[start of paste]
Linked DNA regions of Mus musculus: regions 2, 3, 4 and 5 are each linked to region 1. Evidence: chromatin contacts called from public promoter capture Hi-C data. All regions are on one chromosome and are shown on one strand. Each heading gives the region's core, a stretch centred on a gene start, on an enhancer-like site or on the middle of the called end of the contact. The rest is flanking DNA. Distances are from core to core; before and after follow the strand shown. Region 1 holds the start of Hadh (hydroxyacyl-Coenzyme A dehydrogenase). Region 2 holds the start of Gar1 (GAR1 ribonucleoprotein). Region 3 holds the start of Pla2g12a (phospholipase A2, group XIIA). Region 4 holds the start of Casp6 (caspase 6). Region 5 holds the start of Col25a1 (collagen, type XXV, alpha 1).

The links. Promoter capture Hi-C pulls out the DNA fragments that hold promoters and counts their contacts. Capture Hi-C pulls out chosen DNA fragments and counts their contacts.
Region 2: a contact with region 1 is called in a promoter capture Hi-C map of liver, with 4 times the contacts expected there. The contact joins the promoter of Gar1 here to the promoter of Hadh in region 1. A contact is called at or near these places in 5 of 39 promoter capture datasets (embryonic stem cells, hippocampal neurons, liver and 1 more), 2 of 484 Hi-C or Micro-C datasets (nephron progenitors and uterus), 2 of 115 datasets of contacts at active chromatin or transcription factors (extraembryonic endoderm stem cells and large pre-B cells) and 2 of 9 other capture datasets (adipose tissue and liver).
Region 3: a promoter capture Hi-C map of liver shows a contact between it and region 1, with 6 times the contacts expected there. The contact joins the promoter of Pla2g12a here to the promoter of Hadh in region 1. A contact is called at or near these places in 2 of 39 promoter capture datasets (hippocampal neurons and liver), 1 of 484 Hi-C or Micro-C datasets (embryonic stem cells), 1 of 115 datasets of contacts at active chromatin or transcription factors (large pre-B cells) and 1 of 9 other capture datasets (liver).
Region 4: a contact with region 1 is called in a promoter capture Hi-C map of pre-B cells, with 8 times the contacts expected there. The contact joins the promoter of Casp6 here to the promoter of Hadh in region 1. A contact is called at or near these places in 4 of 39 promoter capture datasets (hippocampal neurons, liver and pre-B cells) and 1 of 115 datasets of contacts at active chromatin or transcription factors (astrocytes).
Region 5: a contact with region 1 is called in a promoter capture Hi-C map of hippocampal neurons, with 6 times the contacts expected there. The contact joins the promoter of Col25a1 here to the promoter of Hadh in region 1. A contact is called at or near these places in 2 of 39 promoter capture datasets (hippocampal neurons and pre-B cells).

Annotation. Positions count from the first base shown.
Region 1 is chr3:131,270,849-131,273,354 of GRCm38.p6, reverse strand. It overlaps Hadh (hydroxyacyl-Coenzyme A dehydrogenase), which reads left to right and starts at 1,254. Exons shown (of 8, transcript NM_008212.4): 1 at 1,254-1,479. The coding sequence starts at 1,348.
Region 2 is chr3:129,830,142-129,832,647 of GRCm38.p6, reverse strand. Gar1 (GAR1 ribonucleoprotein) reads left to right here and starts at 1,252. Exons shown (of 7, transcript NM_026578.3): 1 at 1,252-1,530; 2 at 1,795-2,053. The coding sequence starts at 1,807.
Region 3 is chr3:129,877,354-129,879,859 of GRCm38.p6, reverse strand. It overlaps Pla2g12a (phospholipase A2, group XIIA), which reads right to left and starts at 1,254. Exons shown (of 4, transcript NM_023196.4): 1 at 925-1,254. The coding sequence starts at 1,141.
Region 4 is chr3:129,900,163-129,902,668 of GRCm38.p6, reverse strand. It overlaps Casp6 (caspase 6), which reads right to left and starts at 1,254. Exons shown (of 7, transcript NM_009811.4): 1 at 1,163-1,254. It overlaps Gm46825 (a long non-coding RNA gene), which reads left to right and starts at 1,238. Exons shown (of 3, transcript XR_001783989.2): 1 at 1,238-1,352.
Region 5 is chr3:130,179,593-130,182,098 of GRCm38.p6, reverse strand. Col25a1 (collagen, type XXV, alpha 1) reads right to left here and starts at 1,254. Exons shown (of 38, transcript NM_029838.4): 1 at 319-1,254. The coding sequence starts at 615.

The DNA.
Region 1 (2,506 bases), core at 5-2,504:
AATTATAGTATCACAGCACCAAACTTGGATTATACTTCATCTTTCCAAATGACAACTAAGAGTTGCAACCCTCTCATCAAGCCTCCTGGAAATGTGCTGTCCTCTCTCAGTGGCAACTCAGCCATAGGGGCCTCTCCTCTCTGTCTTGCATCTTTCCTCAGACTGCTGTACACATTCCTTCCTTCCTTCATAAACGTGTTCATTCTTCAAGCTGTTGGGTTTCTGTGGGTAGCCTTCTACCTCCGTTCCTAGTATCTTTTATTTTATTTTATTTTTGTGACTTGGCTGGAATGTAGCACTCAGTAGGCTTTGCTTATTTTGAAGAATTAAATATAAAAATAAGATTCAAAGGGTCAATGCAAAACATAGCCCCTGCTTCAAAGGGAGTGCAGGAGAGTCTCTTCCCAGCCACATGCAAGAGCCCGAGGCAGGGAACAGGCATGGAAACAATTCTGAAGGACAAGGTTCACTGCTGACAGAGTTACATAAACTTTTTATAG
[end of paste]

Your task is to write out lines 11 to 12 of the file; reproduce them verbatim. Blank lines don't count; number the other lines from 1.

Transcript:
Region 4 is chr3:129,900,163-129,902,668 of GRCm38.p6, reverse strand. It overlaps Casp6 (caspase 6), which reads right to left and starts at 1,254. Exons shown (of 7, transcript NM_009811.4): 1 at 1,163-1,254. It overlaps Gm46825 (a long non-coding RNA gene), which reads left to right and starts at 1,238. Exons shown (of 3, transcript XR_001783989.2): 1 at 1,238-1,352.
Region 5 is chr3:130,179,593-130,182,098 of GRCm38.p6, reverse strand. Col25a1 (collagen, type XXV, alpha 1) reads right to left here and starts at 1,254. Exons shown (of 38, transcript NM_029838.4): 1 at 319-1,254. The coding sequence starts at 615.